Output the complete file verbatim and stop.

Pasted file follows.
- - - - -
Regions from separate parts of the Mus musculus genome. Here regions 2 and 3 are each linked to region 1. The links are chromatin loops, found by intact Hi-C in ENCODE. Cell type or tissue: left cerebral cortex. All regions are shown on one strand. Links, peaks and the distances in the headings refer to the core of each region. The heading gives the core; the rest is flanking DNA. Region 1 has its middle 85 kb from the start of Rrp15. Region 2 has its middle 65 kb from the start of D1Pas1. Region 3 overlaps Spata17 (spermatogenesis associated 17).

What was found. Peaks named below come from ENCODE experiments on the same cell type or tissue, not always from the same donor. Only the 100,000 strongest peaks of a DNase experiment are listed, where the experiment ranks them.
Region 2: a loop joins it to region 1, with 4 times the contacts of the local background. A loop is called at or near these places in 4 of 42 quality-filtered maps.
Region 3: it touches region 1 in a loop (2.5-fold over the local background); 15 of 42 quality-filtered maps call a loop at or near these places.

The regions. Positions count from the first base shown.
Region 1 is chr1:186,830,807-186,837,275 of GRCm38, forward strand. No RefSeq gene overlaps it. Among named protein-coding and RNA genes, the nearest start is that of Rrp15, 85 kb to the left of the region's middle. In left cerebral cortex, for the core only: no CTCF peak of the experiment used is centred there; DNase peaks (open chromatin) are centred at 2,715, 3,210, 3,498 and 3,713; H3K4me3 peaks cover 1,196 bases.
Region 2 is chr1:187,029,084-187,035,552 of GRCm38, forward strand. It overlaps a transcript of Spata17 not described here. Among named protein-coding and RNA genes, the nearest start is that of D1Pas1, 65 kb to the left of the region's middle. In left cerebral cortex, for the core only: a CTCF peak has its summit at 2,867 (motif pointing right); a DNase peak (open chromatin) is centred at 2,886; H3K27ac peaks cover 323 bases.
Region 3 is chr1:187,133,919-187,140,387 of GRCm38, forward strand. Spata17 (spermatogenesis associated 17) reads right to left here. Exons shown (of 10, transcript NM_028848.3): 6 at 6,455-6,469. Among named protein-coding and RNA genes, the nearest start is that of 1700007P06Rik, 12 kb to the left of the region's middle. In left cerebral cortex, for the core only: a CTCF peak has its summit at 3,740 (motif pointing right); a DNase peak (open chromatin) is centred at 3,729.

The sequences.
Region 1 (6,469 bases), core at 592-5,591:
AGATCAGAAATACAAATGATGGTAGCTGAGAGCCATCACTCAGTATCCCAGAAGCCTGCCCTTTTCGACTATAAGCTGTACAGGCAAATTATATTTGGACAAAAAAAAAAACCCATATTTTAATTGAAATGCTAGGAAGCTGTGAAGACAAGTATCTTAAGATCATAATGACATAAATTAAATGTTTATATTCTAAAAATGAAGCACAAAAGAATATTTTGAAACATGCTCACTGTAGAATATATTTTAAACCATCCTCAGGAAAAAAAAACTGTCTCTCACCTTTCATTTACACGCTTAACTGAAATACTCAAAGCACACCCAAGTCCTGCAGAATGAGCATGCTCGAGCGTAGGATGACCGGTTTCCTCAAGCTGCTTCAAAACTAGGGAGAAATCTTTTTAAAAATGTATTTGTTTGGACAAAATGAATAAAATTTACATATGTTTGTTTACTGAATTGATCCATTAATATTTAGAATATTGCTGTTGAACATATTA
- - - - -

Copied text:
Regions from separate parts of the Mus musculus genome. Here regions 2 and 3 are each linked to region 1. The links are chromatin loops, found by intact Hi-C in ENCODE. Cell type or tissue: left cerebral cortex. All regions are shown on one strand. Links, peaks and the distances in the headings refer to the core of each region. The heading gives the core; the rest is flanking DNA. Region 1 has its middle 85 kb from the start of Rrp15. Region 2 has its middle 65 kb from the start of D1Pas1. Region 3 overlaps Spata17 (spermatogenesis associated 17).

What was found. Peaks named below come from ENCODE experiments on the same cell type or tissue, not always from the same donor. Only the 100,000 strongest peaks of a DNase experiment are listed, where the experiment ranks them.
Region 2: a loop joins it to region 1, with 4 times the contacts of the local background. A loop is called at or near these places in 4 of 42 quality-filtered maps.
Region 3: it touches region 1 in a loop (2.5-fold over the local background); 15 of 42 quality-filtered maps call a loop at or near these places.

The regions. Positions count from the first base shown.
Region 1 is chr1:186,830,807-186,837,275 of GRCm38, forward strand. No RefSeq gene overlaps it. Among named protein-coding and RNA genes, the nearest start is that of Rrp15, 85 kb to the left of the region's middle. In left cerebral cortex, for the core only: no CTCF peak of the experiment used is centred there; DNase peaks (open chromatin) are centred at 2,715, 3,210, 3,498 and 3,713; H3K4me3 peaks cover 1,196 bases.
Region 2 is chr1:187,029,084-187,035,552 of GRCm38, forward strand. It overlaps a transcript of Spata17 not described here. Among named protein-coding and RNA genes, the nearest start is that of D1Pas1, 65 kb to the left of the region's middle. In left cerebral cortex, for the core only: a CTCF peak has its summit at 2,867 (motif pointing right); a DNase peak (open chromatin) is centred at 2,886; H3K27ac peaks cover 323 bases.
Region 3 is chr1:187,133,919-187,140,387 of GRCm38, forward strand. Spata17 (spermatogenesis associated 17) reads right to left here. Exons shown (of 10, transcript NM_028848.3): 6 at 6,455-6,469. Among named protein-coding and RNA genes, the nearest start is that of 1700007P06Rik, 12 kb to the left of the region's middle. In left cerebral cortex, for the core only: a CTCF peak has its summit at 3,740 (motif pointing right); a DNase peak (open chromatin) is centred at 3,729.

The sequences.
Region 1 (6,469 bases), core at 592-5,591:
AGATCAGAAATACAAATGATGGTAGCTGAGAGCCATCACTCAGTATCCCAGAAGCCTGCCCTTTTCGACTATAAGCTGTACAGGCAAATTATATTTGGACAAAAAAAAAAACCCATATTTTAATTGAAATGCTAGGAAGCTGTGAAGACAAGTATCTTAAGATCATAATGACATAAATTAAATGTTTATATTCTAAAAATGAAGCACAAAAGAATATTTTGAAACATGCTCACTGTAGAATATATTTTAAACCATCCTCAGGAAAAAAAAACTGTCTCTCACCTTTCATTTACACGCTTAACTGAAATACTCAAAGCACACCCAAGTCCTGCAGAATGAGCATGCTCGAGCGTAGGATGACCGGTTTCCTCAAGCTGCTTCAAAACTAGGGAGAAATCTTTTTAAAAATGTATTTGTTTGGACAAAATGAATAAAATTTACATATGTTTGTTTACTGAATTGATCCATTAATATTTAGAATATTGCTGTTGAACATATTA